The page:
Wednesday, April 24, 2013

Art in fiction

I posted the following on my other blog a few days ago - that blog is about all things art-related, but since I also write about art here, there are often overlaps in terms of topics, and very occasionally a post will appear on both blogs. So apologies if you have already read this.

I love when a writer is able to successfully conjure up the world of a fictional artist, down to imagining and describing their oeuvre. Siri Hustvedt is excellent at this - she does it in all of her novels, if I remember correctly, and part of me wishes someone had actually created all this work, though it is very likely that its manifestation would not live up to the shape it has taken on in the reader's mind. Perhaps the magic lies in the fact that it doesn't exist beyond the page. From the eerie portrait in The Blindfold  to the embroideries featuring taboo subjects made by an old woman in The Summer without Men, these are pieces that reside in my memory alongside all the actual visual art I have absorbed. Another author who evokes and details the artistic output of her protagonists is Deirdre Madden. I have just read Authenticity, and both the abstract paintings by one of the central characters (stripes in pastel colours, compared by one critic in the book to 'the pale flags of imaginary countries') and the other main protagonist's  boxes with objects that can only be glimpsed through fluttering ribbons still linger in my mind.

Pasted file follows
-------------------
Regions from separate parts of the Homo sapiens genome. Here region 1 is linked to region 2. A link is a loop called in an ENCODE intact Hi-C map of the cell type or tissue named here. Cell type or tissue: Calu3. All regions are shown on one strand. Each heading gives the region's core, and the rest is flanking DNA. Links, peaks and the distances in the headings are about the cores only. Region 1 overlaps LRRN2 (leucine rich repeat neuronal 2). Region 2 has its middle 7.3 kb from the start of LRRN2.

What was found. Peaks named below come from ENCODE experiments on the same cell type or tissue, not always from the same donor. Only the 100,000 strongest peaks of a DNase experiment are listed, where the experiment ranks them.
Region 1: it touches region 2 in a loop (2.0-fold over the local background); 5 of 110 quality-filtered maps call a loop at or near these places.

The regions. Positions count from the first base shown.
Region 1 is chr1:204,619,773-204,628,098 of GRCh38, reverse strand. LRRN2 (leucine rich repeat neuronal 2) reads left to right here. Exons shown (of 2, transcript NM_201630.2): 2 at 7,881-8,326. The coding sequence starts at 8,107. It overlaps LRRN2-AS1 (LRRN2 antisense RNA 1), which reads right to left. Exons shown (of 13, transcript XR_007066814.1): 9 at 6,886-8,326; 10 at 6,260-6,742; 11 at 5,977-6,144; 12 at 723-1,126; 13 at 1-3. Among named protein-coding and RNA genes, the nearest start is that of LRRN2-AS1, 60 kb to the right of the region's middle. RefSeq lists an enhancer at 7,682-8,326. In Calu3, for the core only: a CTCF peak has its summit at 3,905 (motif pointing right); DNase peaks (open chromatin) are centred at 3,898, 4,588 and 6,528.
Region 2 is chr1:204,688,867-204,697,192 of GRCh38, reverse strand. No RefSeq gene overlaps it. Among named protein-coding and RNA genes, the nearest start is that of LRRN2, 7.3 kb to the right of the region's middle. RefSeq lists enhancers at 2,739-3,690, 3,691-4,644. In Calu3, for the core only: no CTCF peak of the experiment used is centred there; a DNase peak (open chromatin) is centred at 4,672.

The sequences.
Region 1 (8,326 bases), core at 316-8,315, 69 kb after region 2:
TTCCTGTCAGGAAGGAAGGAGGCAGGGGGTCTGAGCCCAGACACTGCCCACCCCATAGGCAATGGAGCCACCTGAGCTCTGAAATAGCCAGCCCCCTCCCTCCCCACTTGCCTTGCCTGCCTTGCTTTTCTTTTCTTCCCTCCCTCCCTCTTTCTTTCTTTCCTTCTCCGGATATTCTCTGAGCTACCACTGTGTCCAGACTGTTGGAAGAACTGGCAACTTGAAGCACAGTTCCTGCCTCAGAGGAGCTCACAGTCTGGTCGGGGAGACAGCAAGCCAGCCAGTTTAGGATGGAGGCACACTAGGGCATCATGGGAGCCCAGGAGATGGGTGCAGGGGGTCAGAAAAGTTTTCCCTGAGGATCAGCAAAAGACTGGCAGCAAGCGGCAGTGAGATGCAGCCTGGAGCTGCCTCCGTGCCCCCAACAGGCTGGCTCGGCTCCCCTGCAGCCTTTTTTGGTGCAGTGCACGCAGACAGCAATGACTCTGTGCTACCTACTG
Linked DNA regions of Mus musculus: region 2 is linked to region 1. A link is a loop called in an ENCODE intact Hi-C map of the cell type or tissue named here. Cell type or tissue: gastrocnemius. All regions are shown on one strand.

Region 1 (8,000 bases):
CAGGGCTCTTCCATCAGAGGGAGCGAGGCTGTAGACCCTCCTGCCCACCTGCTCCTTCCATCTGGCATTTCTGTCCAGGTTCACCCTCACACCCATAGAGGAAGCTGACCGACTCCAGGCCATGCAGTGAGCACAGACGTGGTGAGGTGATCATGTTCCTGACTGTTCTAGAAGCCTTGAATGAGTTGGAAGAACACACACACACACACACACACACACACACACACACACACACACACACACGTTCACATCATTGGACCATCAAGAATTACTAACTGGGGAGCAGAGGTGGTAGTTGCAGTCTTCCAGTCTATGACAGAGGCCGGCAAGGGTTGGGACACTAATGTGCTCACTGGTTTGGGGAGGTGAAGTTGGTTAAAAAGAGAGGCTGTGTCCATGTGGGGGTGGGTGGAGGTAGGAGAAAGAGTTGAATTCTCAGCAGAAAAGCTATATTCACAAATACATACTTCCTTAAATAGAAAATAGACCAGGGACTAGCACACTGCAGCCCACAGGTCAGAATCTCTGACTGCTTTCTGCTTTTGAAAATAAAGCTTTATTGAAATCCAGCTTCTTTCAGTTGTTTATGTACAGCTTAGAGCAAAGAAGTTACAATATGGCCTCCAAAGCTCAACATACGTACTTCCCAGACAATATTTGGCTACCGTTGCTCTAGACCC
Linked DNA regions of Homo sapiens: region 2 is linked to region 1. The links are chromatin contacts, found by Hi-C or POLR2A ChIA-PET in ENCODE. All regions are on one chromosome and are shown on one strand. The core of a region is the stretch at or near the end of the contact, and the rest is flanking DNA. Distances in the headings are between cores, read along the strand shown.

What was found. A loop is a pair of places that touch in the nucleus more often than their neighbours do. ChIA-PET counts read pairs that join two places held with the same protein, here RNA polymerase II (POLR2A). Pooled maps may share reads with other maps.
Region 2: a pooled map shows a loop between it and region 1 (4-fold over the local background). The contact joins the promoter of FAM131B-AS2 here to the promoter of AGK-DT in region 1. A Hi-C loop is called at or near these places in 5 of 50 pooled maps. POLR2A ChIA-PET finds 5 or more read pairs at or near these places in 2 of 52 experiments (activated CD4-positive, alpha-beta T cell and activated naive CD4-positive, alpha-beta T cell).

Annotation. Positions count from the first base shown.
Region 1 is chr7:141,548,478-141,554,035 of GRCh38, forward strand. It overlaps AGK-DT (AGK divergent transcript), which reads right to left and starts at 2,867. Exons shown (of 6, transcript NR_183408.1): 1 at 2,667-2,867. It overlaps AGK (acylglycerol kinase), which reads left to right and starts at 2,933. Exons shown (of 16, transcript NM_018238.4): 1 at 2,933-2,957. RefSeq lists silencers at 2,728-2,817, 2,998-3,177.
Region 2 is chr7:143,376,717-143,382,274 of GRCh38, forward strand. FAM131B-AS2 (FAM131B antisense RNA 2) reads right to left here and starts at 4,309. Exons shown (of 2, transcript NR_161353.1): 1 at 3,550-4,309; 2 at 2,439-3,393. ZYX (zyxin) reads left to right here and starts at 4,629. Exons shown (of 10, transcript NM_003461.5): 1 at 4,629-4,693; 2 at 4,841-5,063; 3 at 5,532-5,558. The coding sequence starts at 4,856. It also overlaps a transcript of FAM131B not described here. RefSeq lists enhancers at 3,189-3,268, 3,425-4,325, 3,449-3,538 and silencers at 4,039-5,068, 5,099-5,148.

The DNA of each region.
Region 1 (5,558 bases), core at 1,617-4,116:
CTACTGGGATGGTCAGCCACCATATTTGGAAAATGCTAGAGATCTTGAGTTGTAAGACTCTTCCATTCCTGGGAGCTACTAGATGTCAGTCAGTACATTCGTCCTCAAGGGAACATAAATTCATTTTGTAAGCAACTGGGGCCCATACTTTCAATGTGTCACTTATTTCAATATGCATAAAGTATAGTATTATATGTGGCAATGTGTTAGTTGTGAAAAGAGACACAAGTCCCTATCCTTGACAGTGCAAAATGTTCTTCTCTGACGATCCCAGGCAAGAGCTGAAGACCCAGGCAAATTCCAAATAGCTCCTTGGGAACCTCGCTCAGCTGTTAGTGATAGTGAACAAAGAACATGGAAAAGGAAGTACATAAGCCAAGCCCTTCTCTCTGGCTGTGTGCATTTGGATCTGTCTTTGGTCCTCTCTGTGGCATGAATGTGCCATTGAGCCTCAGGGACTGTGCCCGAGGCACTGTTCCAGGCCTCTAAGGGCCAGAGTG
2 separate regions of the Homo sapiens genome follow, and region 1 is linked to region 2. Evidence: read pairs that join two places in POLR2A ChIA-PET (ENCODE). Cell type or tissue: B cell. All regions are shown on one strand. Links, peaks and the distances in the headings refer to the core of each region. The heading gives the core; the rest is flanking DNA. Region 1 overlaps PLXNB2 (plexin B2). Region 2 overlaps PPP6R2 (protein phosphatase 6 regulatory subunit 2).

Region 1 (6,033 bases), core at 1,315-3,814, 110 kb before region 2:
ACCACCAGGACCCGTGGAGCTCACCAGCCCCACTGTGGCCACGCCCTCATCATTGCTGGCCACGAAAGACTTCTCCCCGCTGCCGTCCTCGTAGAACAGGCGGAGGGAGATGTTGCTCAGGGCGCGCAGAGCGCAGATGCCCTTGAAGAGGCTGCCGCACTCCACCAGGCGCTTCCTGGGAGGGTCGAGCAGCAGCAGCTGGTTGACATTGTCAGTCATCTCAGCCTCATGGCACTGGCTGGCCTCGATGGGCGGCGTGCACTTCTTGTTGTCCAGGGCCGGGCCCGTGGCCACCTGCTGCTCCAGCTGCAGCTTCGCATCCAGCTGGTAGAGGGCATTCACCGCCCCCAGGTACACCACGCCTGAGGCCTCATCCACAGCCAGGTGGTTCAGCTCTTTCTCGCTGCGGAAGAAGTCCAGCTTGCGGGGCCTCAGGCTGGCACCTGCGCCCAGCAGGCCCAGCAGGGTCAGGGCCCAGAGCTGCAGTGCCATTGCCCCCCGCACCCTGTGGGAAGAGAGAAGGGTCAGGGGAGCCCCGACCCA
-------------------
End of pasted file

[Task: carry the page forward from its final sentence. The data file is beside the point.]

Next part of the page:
(Inventing an artist's work in film, while not depending on words to capture it, poses the challenge of actually having to show it and be convincing, whether that means finding a real-life artist whose existing work will serve that purpose or commissioning something suitable. When I watched the 1998 version of Great Expectations as a teenager, I was moved by Finn's large-scale drawings.)

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